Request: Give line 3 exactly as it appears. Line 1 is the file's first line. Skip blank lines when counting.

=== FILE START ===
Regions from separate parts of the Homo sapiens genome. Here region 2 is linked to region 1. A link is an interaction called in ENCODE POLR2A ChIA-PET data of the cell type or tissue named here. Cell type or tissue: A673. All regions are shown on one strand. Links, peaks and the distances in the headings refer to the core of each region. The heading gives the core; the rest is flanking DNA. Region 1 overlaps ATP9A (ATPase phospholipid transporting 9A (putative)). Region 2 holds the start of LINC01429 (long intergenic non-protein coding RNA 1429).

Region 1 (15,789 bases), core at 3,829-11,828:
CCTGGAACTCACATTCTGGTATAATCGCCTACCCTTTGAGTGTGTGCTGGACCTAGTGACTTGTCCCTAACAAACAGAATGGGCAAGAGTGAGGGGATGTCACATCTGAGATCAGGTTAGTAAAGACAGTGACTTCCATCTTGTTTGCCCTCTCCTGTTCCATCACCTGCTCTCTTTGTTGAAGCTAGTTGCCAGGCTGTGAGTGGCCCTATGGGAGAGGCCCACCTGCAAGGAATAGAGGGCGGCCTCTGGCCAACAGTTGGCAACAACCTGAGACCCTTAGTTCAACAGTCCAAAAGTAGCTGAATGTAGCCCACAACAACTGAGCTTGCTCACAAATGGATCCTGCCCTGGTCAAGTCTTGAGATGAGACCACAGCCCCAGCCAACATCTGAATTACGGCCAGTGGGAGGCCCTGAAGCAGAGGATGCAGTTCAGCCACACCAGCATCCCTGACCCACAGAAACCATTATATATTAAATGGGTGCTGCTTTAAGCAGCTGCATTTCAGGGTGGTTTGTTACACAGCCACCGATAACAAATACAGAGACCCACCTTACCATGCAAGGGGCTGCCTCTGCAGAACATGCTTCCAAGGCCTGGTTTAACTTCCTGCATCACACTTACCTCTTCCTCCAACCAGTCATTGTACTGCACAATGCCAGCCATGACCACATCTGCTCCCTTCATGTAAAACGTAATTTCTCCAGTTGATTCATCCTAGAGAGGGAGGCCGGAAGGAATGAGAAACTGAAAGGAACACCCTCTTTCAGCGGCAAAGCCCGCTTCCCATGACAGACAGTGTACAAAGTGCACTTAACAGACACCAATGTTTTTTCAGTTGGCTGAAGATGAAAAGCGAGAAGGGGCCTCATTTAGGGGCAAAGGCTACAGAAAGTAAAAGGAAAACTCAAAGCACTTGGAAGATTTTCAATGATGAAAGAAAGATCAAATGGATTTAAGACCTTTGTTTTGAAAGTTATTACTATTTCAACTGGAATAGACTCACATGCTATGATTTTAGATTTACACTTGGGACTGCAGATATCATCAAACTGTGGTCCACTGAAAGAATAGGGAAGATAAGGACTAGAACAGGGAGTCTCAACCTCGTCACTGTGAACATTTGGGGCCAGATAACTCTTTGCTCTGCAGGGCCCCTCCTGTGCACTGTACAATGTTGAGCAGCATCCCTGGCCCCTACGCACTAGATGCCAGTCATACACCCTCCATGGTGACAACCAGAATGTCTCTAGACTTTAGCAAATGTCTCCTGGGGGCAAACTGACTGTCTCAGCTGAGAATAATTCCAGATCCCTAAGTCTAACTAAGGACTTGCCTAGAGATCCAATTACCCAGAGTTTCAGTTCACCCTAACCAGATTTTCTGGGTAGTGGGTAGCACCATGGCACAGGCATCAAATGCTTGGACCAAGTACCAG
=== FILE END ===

CCTGGAACTCACATTCTGGTATAATCGCCTACCCTTTGAGTGTGTGCTGGACCTAGTGACTTGTCCCTAACAAACAGAATGGGCAAGAGTGAGGGGATGTCACATCTGAGATCAGGTTAGTAAAGACAGTGACTTCCATCTTGTTTGCCCTCTCCTGTTCCATCACCTGCTCTCTTTGTTGAAGCTAGTTGCCAGGCTGTGAGTGGCCCTATGGGAGAGGCCCACCTGCAAGGAATAGAGGGCGGCCTCTGGCCAACAGTTGGCAACAACCTGAGACCCTTAGTTCAACAGTCCAAAAGTAGCTGAATGTAGCCCACAACAACTGAGCTTGCTCACAAATGGATCCTGCCCTGGTCAAGTCTTGAGATGAGACCACAGCCCCAGCCAACATCTGAATTACGGCCAGTGGGAGGCCCTGAAGCAGAGGATGCAGTTCAGCCACACCAGCATCCCTGACCCACAGAAACCATTATATATTAAATGGGTGCTGCTTTAAGCAGCTGCATTTCAGGGTGGTTTGTTACACAGCCACCGATAACAAATACAGAGACCCACCTTACCATGCAAGGGGCTGCCTCTGCAGAACATGCTTCCAAGGCCTGGTTTAACTTCCTGCATCACACTTACCTCTTCCTCCAACCAGTCATTGTACTGCACAATGCCAGCCATGACCACATCTGCTCCCTTCATGTAAAACGTAATTTCTCCAGTTGATTCATCCTAGAGAGGGAGGCCGGAAGGAATGAGAAACTGAAAGGAACACCCTCTTTCAGCGGCAAAGCCCGCTTCCCATGACAGACAGTGTACAAAGTGCACTTAACAGACACCAATGTTTTTTCAGTTGGCTGAAGATGAAAAGCGAGAAGGGGCCTCATTTAGGGGCAAAGGCTACAGAAAGTAAAAGGAAAACTCAAAGCACTTGGAAGATTTTCAATGATGAAAGAAAGATCAAATGGATTTAAGACCTTTGTTTTGAAAGTTATTACTATTTCAACTGGAATAGACTCACATGCTATGATTTTAGATTTACACTTGGGACTGCAGATATCATCAAACTGTGGTCCACTGAAAGAATAGGGAAGATAAGGACTAGAACAGGGAGTCTCAACCTCGTCACTGTGAACATTTGGGGCCAGATAACTCTTTGCTCTGCAGGGCCCCTCCTGTGCACTGTACAATGTTGAGCAGCATCCCTGGCCCCTACGCACTAGATGCCAGTCATACACCCTCCATGGTGACAACCAGAATGTCTCTAGACTTTAGCAAATGTCTCCTGGGGGCAAACTGACTGTCTCAGCTGAGAATAATTCCAGATCCCTAAGTCTAACTAAGGACTTGCCTAGAGATCCAATTACCCAGAGTTTCAGTTCACCCTAACCAGATTTTCTGGGTAGTGGGTAGCACCATGGCACAGGCATCAAATGCTTGGACCAAGTACCAG